Those who know the family say that Mrs. Hale and the children never knew a moment’s peace, as almost every day threats were made against their lives. The old man has always been somewhat peculiar, and five years ago was arrested for threatening the life of his wife. Three weeks ago, he was again arrested and on the same charge, and was bound over to keep the peace. Since his arrest, the old man has made many threats against his whole family, and those who have heard him talk are not surprised at what has happened. On account of the trouble, Frank took his mother in his home two weeks ago, and she has remained there since.
FORBES (Grimsby) October 4 - The funeral of Mrs. Wm. Forbes last Thursday.
RYMAL - At Toronto, Friday, Oct. 3rd, David Rymal, aged 70 years. Funeral from Hamilton on arrival of the 10:40 C.P.R. train Monday October 6th to Barton church.
Monday, October, 6, 1902
BROWN - Mrs. Sadie Brown, wife of Ernest G. Brown, organist of St. Luke’s church at the family residence, 162 Wood street east. She had been ill for about a year. Her husband, three small children and a large circle of friends mourn her loss.
In this city, on Monday, October 6th, 1902, Sadie Turner, beloved wife of Ernest G. Brown, aged 31 years. Funeral from her late residence 162 Wood street east, on Wednesday, at 2:30 p.m. to St. Luke’s church where service will be held, interment at Hamilton cemetery. Friends and acquaintances please accept this intimation.
In this city, on October 6th, 1902, Sadie Turner, beloved wife of Ernest G. Brown, aged 31 years. Funeral from her late residence 182 Wood street east, on Wednesday, at 230 p.m. to St. Luke’s church, where service will be held. Interment at Hamilton cemetery. Friends and acquaintances please accept this intimation.
MARTER - John W. Marter, for more than a quarter of a century chief engineer at the asylum, died yesterday. He had been ailing for nearly five years and the end was not unexpected, The deceased was a son of the late Dr. Marter. He was born in Brantford fifty-eight years ago, and resided there until he came to Hamilton to accept the asylum position. He leaves a widow, two sons, Arthur of Brantford, and Reginald at home and one daughter, Mrs. Frank O’Reilly of Brantford. His loss is also mourned by two brothers, G.F. Marter, ex-MLA for north Toronto, and H.H. Marter of Gravenhurst. The funeral will take place Wednesday afternoon.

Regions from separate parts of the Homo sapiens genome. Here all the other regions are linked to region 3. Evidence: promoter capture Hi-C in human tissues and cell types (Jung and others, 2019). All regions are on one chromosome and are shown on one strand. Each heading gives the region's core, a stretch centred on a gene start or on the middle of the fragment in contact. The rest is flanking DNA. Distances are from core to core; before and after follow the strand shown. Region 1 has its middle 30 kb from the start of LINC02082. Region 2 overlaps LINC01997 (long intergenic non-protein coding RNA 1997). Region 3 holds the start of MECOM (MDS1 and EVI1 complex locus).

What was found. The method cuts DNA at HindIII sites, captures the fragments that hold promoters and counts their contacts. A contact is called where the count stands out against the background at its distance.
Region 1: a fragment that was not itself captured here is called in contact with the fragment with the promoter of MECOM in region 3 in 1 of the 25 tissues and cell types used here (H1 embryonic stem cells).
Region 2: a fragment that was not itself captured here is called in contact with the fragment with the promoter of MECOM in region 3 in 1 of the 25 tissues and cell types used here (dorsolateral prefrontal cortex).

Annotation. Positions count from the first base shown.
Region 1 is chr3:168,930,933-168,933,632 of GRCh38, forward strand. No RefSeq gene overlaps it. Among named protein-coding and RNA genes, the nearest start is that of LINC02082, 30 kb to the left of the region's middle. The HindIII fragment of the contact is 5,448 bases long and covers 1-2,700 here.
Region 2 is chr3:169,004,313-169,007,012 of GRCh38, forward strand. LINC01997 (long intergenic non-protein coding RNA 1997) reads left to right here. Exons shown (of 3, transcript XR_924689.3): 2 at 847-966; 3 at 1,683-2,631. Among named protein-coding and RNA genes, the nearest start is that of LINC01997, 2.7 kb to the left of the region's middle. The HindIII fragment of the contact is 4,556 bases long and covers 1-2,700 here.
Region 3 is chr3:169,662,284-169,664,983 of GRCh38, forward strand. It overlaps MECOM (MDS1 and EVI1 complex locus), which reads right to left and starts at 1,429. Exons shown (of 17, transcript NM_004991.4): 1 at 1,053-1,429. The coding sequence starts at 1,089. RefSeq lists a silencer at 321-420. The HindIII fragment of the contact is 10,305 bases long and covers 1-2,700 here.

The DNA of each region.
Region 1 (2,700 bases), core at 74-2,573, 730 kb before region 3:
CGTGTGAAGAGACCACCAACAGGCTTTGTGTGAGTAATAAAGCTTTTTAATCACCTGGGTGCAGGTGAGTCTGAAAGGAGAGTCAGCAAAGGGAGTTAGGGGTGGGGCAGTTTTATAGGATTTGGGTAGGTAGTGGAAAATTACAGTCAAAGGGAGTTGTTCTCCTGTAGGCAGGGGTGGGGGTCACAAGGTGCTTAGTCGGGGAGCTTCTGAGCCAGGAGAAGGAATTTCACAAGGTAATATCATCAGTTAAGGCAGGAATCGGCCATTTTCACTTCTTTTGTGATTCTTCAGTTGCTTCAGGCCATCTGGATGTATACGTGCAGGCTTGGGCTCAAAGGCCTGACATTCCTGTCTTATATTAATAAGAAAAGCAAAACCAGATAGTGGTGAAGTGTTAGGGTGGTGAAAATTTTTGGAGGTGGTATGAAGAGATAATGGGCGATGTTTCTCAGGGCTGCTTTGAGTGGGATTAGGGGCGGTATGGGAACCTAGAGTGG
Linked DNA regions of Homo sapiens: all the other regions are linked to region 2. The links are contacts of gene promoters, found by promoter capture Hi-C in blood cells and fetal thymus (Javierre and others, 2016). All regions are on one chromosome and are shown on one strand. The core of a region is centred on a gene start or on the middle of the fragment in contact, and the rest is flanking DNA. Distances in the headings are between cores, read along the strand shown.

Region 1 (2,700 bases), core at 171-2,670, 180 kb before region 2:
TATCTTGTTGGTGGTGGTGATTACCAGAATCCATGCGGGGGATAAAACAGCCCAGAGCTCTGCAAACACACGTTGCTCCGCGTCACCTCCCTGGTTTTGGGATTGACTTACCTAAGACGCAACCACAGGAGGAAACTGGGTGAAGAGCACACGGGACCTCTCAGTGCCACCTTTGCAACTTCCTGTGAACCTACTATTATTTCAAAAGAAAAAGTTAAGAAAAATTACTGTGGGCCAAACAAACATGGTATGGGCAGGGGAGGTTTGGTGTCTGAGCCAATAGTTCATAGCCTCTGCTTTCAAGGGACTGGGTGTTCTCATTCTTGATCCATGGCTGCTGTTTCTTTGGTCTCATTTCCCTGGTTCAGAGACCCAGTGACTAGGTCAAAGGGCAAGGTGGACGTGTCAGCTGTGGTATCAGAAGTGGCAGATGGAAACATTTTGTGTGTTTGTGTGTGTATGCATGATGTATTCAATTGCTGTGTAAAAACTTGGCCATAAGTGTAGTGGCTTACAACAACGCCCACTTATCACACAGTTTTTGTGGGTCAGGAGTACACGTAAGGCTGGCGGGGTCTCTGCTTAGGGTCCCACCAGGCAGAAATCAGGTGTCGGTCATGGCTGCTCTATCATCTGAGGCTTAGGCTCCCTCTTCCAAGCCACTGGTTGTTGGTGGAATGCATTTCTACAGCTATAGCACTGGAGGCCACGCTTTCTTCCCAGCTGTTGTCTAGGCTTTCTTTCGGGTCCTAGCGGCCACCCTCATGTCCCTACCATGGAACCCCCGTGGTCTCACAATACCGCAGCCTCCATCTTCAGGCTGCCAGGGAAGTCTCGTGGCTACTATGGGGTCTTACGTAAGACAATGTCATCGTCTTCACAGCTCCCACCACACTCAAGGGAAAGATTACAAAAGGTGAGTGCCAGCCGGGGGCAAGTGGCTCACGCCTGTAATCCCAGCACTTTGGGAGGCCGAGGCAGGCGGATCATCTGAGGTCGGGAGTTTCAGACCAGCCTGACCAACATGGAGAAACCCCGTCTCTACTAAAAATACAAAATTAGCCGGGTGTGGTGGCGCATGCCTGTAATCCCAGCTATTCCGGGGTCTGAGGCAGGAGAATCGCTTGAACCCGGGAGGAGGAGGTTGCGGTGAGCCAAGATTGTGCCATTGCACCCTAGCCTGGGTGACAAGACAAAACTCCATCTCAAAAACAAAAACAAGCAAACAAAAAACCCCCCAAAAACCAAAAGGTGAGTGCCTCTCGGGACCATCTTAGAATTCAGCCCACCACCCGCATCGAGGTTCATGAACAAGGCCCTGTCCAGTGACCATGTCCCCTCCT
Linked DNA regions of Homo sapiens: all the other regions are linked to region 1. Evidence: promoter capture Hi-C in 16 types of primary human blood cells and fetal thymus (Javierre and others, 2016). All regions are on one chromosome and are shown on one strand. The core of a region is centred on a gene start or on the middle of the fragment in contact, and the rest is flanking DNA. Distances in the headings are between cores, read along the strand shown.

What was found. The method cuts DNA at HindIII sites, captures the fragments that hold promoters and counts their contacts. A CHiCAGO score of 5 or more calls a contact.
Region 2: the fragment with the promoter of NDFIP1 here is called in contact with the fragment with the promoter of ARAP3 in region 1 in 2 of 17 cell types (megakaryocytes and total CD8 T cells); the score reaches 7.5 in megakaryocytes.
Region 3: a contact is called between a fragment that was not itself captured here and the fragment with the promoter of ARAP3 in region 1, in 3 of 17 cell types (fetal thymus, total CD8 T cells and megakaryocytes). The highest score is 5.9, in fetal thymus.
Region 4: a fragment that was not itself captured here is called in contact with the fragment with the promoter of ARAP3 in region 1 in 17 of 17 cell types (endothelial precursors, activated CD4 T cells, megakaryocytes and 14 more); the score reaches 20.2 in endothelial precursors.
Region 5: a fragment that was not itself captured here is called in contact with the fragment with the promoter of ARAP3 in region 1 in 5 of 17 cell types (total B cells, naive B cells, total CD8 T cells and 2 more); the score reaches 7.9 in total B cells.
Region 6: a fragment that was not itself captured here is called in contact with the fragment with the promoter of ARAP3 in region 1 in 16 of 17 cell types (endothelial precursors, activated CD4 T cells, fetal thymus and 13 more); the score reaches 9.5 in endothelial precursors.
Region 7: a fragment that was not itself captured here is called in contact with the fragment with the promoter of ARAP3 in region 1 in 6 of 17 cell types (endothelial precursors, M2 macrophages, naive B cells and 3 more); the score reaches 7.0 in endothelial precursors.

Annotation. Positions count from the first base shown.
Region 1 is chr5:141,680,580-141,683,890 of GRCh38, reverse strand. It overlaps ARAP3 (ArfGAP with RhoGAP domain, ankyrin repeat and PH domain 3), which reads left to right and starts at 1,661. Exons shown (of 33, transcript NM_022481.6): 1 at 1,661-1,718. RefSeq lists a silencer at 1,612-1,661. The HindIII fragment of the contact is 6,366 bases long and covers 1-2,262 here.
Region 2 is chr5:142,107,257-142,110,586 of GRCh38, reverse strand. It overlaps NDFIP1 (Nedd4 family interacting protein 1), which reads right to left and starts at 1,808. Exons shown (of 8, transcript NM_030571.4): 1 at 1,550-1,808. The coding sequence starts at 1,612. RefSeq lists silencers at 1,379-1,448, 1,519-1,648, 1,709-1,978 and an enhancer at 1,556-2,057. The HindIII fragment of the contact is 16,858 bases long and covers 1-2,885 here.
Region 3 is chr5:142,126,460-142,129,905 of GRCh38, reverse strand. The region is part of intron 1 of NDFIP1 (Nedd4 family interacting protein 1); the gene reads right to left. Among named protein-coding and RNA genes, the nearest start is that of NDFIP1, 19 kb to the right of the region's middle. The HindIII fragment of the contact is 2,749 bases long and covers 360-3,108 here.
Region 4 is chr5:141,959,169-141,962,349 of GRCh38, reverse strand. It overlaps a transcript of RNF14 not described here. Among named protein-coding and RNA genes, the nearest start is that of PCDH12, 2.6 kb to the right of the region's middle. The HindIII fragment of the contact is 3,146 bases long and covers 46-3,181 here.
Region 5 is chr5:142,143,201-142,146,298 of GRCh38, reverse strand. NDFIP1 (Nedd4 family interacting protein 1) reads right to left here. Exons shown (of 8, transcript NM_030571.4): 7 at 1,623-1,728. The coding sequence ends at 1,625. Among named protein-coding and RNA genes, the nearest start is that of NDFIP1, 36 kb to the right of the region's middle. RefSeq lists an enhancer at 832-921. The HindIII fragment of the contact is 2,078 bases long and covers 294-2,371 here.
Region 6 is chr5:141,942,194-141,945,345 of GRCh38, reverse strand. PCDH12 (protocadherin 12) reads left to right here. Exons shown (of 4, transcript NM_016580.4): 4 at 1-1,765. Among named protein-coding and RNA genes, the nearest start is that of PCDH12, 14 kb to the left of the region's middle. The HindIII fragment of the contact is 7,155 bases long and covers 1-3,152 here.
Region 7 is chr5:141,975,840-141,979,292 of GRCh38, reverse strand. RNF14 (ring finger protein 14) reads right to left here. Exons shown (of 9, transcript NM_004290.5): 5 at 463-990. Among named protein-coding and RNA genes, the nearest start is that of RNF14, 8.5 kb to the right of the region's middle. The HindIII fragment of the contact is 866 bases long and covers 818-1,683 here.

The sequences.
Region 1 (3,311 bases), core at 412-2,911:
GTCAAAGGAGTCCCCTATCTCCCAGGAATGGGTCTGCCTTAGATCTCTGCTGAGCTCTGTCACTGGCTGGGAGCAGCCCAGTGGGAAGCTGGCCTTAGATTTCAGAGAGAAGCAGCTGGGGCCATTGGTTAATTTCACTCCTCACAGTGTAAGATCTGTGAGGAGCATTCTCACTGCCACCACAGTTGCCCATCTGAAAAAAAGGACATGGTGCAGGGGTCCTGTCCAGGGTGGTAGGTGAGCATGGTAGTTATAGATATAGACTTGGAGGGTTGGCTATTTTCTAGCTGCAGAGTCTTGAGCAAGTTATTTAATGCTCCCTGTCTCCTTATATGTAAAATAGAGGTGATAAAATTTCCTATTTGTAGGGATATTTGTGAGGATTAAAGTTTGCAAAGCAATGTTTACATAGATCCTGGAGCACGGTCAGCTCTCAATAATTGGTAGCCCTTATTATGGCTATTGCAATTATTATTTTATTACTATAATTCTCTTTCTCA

At his late residence, Asylum Grounds, on Sunday October 5th, 1902, John W. Marter, chief engineer, Asylum of the Insane, aged 58 years. Funeral Wednesday at 2 p.m. Interment at Hamilton cemetery.
GRAHAM - The remains of the late Thomas C. Graham, who died in Winnipeg, reached Hamilton last evening, and the funeral took place this afternoon from his late residence, 167 Queen street south. T.H. Kelar, representing the session of Erskine church, went to Toronto to meet the bereaved widow who accompanied the remains from Winnipeg. A large number of Toronto friends also met the train at the Union depot and extended their sympathy to Mrs. Graham.
The funeral this afternoon was very largely attended , the deceased having had a large circle of friends, who sincerely mourn his untimely taking away. Rev. R. Martin, pastor of Erskine church, conducted the services at the house and grave and the pallbearers were all members of Erskine church session. They were: James E. Souter, Alex Mitchell, James Carroll, George Richardson, T.H. Keller, and Wm. Brown. The floral tributes were numerous and beautiful and included a large spray from the members of the session and board of management of Erskine church.
Samuel P. Graham, a brother os deceased, came through from Carmen, Manitoba, with the remains, and another brother, Rev. Mr. Graham came from Dundalk.